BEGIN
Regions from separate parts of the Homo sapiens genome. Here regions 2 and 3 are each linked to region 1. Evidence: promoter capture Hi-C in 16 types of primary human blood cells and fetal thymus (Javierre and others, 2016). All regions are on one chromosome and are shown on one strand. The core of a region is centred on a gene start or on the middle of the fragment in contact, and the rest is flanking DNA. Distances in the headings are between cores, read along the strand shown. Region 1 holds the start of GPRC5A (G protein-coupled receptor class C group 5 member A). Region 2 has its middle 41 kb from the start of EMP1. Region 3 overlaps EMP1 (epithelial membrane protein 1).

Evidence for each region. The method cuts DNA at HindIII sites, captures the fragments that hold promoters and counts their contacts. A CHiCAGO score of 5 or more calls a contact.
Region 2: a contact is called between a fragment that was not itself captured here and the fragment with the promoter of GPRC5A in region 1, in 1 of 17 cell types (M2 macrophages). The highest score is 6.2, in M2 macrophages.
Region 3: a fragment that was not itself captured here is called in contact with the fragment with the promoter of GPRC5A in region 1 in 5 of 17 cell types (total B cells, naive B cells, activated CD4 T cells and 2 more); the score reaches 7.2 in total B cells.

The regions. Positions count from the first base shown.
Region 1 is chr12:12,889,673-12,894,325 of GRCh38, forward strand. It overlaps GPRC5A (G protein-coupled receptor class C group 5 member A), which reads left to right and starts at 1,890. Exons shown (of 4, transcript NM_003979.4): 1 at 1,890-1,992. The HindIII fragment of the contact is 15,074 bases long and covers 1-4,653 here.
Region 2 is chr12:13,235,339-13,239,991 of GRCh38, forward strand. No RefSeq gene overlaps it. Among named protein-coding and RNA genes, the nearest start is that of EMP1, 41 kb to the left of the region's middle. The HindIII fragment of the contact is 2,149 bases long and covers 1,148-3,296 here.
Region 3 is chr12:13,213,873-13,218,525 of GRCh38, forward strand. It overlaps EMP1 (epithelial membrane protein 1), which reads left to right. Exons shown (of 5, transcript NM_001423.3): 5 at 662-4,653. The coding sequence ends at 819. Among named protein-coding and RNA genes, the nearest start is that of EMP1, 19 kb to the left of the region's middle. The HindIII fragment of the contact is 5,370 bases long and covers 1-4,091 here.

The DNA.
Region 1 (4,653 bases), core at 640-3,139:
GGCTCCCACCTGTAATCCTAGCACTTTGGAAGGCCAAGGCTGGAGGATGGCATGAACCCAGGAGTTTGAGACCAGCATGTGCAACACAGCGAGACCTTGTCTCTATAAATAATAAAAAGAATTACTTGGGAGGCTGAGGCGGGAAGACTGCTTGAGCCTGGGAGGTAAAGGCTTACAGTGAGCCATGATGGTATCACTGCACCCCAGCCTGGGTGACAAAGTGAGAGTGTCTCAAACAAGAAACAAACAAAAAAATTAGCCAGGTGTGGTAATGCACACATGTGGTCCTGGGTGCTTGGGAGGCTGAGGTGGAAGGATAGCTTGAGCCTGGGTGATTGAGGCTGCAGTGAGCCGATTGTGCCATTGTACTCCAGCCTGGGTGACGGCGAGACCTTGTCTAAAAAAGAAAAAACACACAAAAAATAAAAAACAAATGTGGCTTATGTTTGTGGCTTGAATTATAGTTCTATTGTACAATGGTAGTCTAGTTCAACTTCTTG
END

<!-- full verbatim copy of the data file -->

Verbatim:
Regions from separate parts of the Homo sapiens genome. Here regions 2 and 3 are each linked to region 1. Evidence: promoter capture Hi-C in 16 types of primary human blood cells and fetal thymus (Javierre and others, 2016). All regions are on one chromosome and are shown on one strand. The core of a region is centred on a gene start or on the middle of the fragment in contact, and the rest is flanking DNA. Distances in the headings are between cores, read along the strand shown. Region 1 holds the start of GPRC5A (G protein-coupled receptor class C group 5 member A). Region 2 has its middle 41 kb from the start of EMP1. Region 3 overlaps EMP1 (epithelial membrane protein 1).

Evidence for each region. The method cuts DNA at HindIII sites, captures the fragments that hold promoters and counts their contacts. A CHiCAGO score of 5 or more calls a contact.
Region 2: a contact is called between a fragment that was not itself captured here and the fragment with the promoter of GPRC5A in region 1, in 1 of 17 cell types (M2 macrophages). The highest score is 6.2, in M2 macrophages.
Region 3: a fragment that was not itself captured here is called in contact with the fragment with the promoter of GPRC5A in region 1 in 5 of 17 cell types (total B cells, naive B cells, activated CD4 T cells and 2 more); the score reaches 7.2 in total B cells.

The regions. Positions count from the first base shown.
Region 1 is chr12:12,889,673-12,894,325 of GRCh38, forward strand. It overlaps GPRC5A (G protein-coupled receptor class C group 5 member A), which reads left to right and starts at 1,890. Exons shown (of 4, transcript NM_003979.4): 1 at 1,890-1,992. The HindIII fragment of the contact is 15,074 bases long and covers 1-4,653 here.
Region 2 is chr12:13,235,339-13,239,991 of GRCh38, forward strand. No RefSeq gene overlaps it. Among named protein-coding and RNA genes, the nearest start is that of EMP1, 41 kb to the left of the region's middle. The HindIII fragment of the contact is 2,149 bases long and covers 1,148-3,296 here.
Region 3 is chr12:13,213,873-13,218,525 of GRCh38, forward strand. It overlaps EMP1 (epithelial membrane protein 1), which reads left to right. Exons shown (of 5, transcript NM_001423.3): 5 at 662-4,653. The coding sequence ends at 819. Among named protein-coding and RNA genes, the nearest start is that of EMP1, 19 kb to the left of the region's middle. The HindIII fragment of the contact is 5,370 bases long and covers 1-4,091 here.

The DNA.
Region 1 (4,653 bases), core at 640-3,139:
GGCTCCCACCTGTAATCCTAGCACTTTGGAAGGCCAAGGCTGGAGGATGGCATGAACCCAGGAGTTTGAGACCAGCATGTGCAACACAGCGAGACCTTGTCTCTATAAATAATAAAAAGAATTACTTGGGAGGCTGAGGCGGGAAGACTGCTTGAGCCTGGGAGGTAAAGGCTTACAGTGAGCCATGATGGTATCACTGCACCCCAGCCTGGGTGACAAAGTGAGAGTGTCTCAAACAAGAAACAAACAAAAAAATTAGCCAGGTGTGGTAATGCACACATGTGGTCCTGGGTGCTTGGGAGGCTGAGGTGGAAGGATAGCTTGAGCCTGGGTGATTGAGGCTGCAGTGAGCCGATTGTGCCATTGTACTCCAGCCTGGGTGACGGCGAGACCTTGTCTAAAAAAGAAAAAACACACAAAAAATAAAAAACAAATGTGGCTTATGTTTGTGGCTTGAATTATAGTTCTATTGTACAATGGTAGTCTAGTTCAACTTCTTG